Monday, August 23, 2010

Church in Cuba responds to open letter from dissidents

Church in Cuba responds to open letter from dissidents

Havana, Cuba, Aug 23, 2010 / 10:11 am (CNA).- The Archdiocese of Havana
issued a press release on August 20 in response to an open letter
recently sent to Pope Benedict XVI by a group of Cuban dissidents. The
archdiocese said its statement was in response to the uproar among
Catholics concerning the letter, "which contains offensive content
toward the Church in Cuba."

The letter

The open letter from the dissidents was signed by 165 people, many of
whom are Catholic and have been involved in the Varela Project. Many are
also family members of the prisoners who "desperately want" the regime
to disappear.

The dissidents stated that they are not in agreement with "the position
the Cuban Church hierarchy has taken in its intervention in support of
political prisoners," which they call "unfortunate and embarrassing."
They believe that if the bishops had offered the "right mediation," they
would have listened to "the complaints of both sides" and would have
reconciled them.

"However," they continued, "the solution of exile, accepted by those who
have been unjustly imprisoned for seven years only because of their
ideas, only benefits the dictatorship," as this "exodus" prevents them
from continuing in their struggle for democracy in Cuba.

The response from the archdiocese

The press release from the Archdiocese of Havana pointed out that when
the Church "accepted the mission of mediating between the family members
of the prisoners ... and Cuban officials, it knew that this mediation
could be interpreted in different ways, provoking various reactions:
from insults to defamation, to acceptance and even gratitude. Remaining
inactive was not a valid option for the Church because of her pastoral
mission," the statement said.

The archdiocese also noted that "the Church's actions supporting respect
for the dignity of all Cubans and for social harmony in Cuba has been
ongoing for 20 years" and "has never and will never be based on
political tendencies, whether of the government or of the opposition,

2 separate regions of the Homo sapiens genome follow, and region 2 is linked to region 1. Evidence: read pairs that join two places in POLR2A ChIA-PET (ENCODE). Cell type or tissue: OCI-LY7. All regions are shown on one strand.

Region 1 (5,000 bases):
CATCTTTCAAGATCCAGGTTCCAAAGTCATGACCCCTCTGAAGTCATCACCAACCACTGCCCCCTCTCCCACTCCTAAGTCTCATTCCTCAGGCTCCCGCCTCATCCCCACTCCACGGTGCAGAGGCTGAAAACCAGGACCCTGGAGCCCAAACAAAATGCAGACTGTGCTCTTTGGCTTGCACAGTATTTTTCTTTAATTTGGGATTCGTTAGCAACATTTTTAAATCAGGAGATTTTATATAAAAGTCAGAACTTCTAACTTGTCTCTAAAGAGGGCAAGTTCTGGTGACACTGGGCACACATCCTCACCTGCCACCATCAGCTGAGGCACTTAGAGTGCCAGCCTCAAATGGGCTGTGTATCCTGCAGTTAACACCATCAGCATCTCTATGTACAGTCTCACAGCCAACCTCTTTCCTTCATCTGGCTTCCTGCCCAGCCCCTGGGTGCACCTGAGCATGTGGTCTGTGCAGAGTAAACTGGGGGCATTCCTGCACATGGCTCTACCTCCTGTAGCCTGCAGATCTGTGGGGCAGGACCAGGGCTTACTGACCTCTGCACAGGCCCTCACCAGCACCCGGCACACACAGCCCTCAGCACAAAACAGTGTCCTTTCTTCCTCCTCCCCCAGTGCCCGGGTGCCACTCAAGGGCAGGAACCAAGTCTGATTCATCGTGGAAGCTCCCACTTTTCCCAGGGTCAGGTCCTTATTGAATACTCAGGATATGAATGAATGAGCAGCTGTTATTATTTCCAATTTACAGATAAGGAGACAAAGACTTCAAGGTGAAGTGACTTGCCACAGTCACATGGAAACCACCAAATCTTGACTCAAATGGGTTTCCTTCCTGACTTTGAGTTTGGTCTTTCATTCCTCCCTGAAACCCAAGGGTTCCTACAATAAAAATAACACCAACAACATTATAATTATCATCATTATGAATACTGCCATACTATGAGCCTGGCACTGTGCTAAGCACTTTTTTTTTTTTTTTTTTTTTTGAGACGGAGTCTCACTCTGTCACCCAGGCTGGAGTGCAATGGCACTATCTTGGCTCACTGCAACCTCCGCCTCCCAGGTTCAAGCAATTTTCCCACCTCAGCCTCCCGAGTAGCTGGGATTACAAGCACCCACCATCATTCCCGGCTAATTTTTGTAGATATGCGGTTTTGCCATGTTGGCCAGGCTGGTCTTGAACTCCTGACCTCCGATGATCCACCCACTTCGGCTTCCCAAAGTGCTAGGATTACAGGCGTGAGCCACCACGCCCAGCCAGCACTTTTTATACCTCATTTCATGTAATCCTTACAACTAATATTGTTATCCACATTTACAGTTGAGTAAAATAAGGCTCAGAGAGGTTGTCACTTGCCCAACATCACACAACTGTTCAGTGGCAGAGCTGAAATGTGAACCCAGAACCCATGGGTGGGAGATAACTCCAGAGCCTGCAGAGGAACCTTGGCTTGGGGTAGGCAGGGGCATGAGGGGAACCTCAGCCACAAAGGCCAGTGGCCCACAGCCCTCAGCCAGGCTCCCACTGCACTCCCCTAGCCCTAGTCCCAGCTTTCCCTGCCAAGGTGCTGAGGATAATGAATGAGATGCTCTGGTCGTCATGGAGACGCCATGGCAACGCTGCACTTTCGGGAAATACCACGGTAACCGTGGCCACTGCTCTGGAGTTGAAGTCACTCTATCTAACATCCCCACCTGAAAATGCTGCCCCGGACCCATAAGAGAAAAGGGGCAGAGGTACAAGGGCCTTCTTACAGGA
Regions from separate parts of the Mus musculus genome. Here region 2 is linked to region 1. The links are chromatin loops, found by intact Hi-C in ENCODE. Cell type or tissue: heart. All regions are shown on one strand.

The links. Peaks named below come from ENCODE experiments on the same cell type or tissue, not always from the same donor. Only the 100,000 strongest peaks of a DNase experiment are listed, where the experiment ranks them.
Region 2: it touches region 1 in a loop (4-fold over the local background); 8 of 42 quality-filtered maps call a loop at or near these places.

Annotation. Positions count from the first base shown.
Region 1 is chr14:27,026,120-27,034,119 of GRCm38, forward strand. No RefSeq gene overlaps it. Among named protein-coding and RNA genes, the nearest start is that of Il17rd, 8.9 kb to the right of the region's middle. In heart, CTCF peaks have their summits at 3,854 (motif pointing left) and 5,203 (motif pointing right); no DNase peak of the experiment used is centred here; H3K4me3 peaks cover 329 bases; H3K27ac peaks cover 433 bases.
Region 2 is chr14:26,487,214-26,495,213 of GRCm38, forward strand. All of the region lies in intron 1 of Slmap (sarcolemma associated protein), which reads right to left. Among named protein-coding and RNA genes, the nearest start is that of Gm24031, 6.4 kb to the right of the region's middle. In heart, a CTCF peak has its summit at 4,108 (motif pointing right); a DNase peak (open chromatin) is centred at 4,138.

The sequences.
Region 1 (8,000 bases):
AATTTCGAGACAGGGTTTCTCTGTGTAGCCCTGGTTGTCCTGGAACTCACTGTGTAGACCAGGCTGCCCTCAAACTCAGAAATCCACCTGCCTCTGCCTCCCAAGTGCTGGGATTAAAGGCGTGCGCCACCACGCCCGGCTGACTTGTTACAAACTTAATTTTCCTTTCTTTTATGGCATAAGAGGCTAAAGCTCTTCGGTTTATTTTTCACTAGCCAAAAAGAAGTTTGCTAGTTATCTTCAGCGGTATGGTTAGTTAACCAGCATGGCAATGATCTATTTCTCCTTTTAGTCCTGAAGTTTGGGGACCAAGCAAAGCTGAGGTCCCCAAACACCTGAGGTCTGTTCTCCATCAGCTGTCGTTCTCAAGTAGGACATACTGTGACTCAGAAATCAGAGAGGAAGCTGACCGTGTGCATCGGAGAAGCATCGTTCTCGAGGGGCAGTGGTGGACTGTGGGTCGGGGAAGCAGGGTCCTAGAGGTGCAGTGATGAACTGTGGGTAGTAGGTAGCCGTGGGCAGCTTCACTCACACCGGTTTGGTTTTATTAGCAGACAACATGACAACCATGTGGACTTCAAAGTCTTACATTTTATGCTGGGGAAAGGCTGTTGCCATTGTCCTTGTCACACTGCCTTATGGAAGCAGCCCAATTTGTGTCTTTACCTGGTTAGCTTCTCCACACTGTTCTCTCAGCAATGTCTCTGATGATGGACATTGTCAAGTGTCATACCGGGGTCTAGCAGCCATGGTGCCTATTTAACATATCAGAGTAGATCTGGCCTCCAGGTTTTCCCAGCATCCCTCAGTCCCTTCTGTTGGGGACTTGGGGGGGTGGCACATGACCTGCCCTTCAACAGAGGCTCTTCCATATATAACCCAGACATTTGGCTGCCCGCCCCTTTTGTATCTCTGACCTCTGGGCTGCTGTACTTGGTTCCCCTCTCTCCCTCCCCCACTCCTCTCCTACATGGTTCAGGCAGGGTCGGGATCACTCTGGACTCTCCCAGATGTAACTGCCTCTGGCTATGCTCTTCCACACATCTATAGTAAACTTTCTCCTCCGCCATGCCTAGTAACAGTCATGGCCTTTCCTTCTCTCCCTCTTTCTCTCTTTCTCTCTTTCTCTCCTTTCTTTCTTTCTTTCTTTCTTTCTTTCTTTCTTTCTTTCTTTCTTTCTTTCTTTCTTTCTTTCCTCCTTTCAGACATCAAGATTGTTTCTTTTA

but rather on her pastoral mission."

The statement also indicated that "the Church in Cuba will not divert
her attention from that which motivated her to act in this process: the
humanitarian complaint from families who have suffered from the
incarceration of one or more of their members."

Demonstrating the Pope's awareness of the situation, the archdiocese
quoted Vatican spokesman Father Federico Lombardi, who recently remarked
that the crucial role assumed in the Cuban dialogue process by Cardinal
Jaime Ortega and by Archbishop Dionisio Garcia, the president of the
bishops' conference, was possible because of the evident fact that the
Catholic Church is profoundly rooted in the nation's people and is
interpreted in the light of their spirit and their expectations.

The statement continued citing Fr. Lombardi, who said that the Church in
Cuba "is not a strange reality, she does not escape in difficult times.
She bears the sufferings and brings hope, with dignity and patience, ...
but without trying to increase tensions or exacerbate feelings."

She does this, he added, "with the constant commitment to opening paths
to understanding and dialogue."

The archdiocese concluded its statement again quoting Fr. Lombardi, who
said the Holy See "supports the local Church with its spiritual
solidarity and international authority," and that "the Holy See has
always declared itself against the embargo, and thus is united with the
people in their suffering."

The spokesman then spoke of the Church's willingness "to support any
perspective on constructive dialogue ... with patience, important
progress has been made in this direction. We all want it to continue."

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